Many of us fear that confrontation with despair will bring loneliness and isolation. On the contrary, in letting go of old defenses, we find truer community. And in community, we learn to trust our inner responses to our world—and find our power.
You are not alone! We are part of a vast, global movement: the epochal transition from empire to Earth community. This is the Great Turning. And the excitement, the alarm, even the overwhelm we feel, are all part of our waking up to this collective adventure.
As in any true adventure, there is risk and uncertainty. Our corporate economy is destroying both itself and the natural world. Its effect on living systems is what David Korten calls the Great Unraveling. It is happening at the same time as the Great Turning, and we cannot know which way the story will end.
Let’s drop the notion that we can manage our planet for our own comfort and profit—or even that we can now be its ultimate redeemers. It is a delusion. Let’s accept, in its place, the radical uncertainty of our time, even the uncertainty of survival.
In primal societies, adolescents go through rites of passage, where confronting their own mortality is a gateway to maturity. In analogous ways, climate change calls us to recognize our own mortality as a species. With the gift of uncertainty, we can grow up and accept the rights and responsibility of planetary adulthood. Then we know fully that we belong, inextricably, to the web of life, and we can serve it, and let its strength flow through us.
Uncertainty, when accepted, sheds a bright light on the power of intention. Intention is what you can count on: not the outcome, but the motivation you bring, the vision you hold, the compass setting you choose to follow. Our intention and resolve can save us from getting lost in grief.
During a recent visit to Kentucky, I learned what is happening to the landscape and culture of Appalachia: how coal companies use dynamite to pulverize everything above the underground seams of coal; how bulldozers and dragline machines 20-stories high push away the “overburden” of woodlands and top soil, filling the valleys. I saw how activists there are held steady by sheer intention. Though the nation seems oblivious to this tragedy, these men and women persist in the vision that Appalachia can, in part, be saved and that future generations may know slopes of sweet gum, sassafras, magnolia, the stirrings of bobcat and coon, and, in the hollows, the music of fiddle and fresh flowing streams. They seem to know—and, when we let down our guard, we too know—that we are living parts of the living body of Earth.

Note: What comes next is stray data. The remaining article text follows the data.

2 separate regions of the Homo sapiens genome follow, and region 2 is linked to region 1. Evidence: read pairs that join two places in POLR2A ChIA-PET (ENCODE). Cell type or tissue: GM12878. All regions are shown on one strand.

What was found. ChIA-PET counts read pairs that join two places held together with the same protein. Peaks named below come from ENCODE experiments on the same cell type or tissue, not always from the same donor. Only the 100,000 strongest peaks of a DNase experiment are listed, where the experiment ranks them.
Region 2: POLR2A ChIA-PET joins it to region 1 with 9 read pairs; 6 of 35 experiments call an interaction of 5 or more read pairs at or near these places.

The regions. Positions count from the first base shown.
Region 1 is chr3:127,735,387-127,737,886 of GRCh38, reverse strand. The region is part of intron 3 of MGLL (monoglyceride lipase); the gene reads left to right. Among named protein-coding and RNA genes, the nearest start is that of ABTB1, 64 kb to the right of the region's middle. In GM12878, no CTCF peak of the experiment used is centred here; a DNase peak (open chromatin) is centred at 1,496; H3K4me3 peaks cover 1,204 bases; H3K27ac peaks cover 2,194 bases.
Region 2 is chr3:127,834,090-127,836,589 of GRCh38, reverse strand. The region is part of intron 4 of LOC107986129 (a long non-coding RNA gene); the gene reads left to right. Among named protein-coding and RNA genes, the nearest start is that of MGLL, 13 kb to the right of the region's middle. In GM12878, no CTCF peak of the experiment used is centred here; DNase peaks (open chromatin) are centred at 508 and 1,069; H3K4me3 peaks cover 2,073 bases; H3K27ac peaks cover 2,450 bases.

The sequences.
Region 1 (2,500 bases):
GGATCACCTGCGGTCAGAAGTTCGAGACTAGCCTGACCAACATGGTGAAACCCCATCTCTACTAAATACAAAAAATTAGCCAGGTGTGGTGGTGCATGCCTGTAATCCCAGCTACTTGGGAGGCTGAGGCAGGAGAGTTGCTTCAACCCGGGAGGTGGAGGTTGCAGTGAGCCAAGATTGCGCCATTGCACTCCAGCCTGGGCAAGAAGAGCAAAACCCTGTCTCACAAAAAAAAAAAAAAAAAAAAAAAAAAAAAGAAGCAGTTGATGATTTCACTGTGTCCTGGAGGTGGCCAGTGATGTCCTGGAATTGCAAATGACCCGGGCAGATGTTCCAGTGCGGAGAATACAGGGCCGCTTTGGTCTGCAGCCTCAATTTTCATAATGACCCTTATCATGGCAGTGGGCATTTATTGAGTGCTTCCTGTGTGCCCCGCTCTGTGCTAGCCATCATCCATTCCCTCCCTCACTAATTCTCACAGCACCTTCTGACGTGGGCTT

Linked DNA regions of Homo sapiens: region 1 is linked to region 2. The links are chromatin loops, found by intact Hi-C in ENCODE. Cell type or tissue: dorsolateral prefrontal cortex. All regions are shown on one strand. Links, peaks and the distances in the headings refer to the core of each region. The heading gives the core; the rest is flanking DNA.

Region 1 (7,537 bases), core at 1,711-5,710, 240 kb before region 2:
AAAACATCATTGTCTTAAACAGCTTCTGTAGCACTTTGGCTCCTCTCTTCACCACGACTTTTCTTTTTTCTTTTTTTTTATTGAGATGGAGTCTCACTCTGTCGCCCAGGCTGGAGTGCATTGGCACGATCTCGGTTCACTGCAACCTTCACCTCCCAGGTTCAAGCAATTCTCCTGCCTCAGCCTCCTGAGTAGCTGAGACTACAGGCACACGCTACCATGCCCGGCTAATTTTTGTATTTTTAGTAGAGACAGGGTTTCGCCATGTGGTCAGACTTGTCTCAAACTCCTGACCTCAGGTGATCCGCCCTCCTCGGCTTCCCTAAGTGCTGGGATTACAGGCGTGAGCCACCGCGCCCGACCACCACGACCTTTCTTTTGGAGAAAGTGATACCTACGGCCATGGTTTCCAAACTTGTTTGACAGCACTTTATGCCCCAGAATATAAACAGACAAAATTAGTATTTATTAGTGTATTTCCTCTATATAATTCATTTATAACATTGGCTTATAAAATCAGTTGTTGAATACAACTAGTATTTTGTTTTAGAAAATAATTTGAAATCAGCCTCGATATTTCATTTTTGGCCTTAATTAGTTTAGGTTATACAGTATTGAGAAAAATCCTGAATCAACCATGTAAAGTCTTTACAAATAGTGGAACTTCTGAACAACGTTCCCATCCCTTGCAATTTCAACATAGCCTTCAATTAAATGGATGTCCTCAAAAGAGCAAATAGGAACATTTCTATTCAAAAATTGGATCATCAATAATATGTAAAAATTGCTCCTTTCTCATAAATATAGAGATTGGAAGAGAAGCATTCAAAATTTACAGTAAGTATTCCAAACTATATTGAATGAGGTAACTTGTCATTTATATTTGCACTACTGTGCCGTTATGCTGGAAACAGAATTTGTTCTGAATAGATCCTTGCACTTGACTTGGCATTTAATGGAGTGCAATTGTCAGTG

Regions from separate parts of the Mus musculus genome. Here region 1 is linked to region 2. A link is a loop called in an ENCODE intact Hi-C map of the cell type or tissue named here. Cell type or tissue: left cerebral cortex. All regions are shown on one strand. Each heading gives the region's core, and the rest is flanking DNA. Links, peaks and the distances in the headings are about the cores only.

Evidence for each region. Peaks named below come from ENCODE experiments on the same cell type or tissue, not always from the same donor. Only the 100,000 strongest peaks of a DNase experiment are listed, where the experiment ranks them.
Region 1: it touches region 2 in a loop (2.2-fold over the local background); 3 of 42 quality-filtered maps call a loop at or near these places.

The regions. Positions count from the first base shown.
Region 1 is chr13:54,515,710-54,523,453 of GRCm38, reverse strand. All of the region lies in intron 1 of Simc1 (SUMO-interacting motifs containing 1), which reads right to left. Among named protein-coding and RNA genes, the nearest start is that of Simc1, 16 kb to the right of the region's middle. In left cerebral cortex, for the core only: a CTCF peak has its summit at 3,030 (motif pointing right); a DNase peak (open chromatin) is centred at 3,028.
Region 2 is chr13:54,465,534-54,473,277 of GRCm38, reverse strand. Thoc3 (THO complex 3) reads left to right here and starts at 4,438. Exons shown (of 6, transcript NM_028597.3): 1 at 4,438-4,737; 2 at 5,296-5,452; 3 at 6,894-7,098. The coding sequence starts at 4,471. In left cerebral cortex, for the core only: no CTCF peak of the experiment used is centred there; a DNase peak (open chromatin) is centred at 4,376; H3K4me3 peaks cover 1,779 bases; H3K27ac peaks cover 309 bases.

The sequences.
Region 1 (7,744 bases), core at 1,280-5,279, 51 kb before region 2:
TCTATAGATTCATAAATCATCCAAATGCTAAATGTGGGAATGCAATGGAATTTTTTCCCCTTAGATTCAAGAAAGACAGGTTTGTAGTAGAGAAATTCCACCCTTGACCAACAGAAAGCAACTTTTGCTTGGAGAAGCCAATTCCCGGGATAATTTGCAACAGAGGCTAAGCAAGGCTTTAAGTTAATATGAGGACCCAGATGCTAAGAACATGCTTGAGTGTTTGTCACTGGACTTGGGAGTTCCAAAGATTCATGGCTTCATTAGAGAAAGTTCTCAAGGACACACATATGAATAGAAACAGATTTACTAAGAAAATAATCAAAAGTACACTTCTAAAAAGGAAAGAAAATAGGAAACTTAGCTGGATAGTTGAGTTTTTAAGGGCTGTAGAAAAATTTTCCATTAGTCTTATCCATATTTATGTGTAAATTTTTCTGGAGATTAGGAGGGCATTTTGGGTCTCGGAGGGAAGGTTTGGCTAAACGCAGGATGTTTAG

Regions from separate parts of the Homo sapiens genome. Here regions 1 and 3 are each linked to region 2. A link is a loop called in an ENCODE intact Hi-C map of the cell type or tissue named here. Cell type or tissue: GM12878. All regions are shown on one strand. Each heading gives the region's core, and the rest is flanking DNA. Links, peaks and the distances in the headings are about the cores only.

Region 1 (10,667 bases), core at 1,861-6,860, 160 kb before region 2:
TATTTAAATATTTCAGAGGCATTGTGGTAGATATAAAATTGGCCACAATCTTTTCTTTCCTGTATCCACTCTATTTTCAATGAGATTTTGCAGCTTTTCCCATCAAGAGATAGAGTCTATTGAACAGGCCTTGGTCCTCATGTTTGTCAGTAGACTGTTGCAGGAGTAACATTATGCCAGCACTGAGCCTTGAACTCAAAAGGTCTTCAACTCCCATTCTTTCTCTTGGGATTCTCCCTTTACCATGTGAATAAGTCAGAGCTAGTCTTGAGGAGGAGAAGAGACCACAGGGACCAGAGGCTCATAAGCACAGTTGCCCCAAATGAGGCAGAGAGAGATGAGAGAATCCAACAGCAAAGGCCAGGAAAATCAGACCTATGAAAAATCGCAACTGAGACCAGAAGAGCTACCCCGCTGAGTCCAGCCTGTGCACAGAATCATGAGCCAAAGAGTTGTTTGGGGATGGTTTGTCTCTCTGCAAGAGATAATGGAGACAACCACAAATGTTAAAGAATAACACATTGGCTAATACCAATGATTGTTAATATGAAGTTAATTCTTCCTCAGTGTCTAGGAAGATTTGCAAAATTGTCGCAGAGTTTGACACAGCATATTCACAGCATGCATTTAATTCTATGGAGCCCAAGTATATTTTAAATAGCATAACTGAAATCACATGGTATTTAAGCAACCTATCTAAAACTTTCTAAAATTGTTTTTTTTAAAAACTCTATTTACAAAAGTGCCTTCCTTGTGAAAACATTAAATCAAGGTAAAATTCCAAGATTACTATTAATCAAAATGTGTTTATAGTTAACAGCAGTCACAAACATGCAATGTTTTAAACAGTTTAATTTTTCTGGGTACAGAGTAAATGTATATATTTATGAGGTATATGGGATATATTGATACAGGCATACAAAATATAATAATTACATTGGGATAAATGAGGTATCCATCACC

This is the gift of the Great Turning. When we open our eyes to what is happening, even when it breaks our hearts, we discover our true size; for our heart, when it breaks open, can hold the whole universe. We discover how speaking the truth of our anguish for the world brings down the walls between us, drawing us into deep solidarity. That solidarity, with our neighbors and all that lives, is all the more real for the uncertainty we face.
When we stop distracting ourselves by trying to figure the chances of success or failure, our minds and hearts are liberated into the present moment. This moment then becomes alive, charged with possibilities, as we realize how lucky we are to be alive now, to take part in this planetary adventure.
Joanna is a scholar of Buddhism, general systems theory and deep ecology, whose latest book is World as Lover, World as Self. She lives in Berkeley, CA.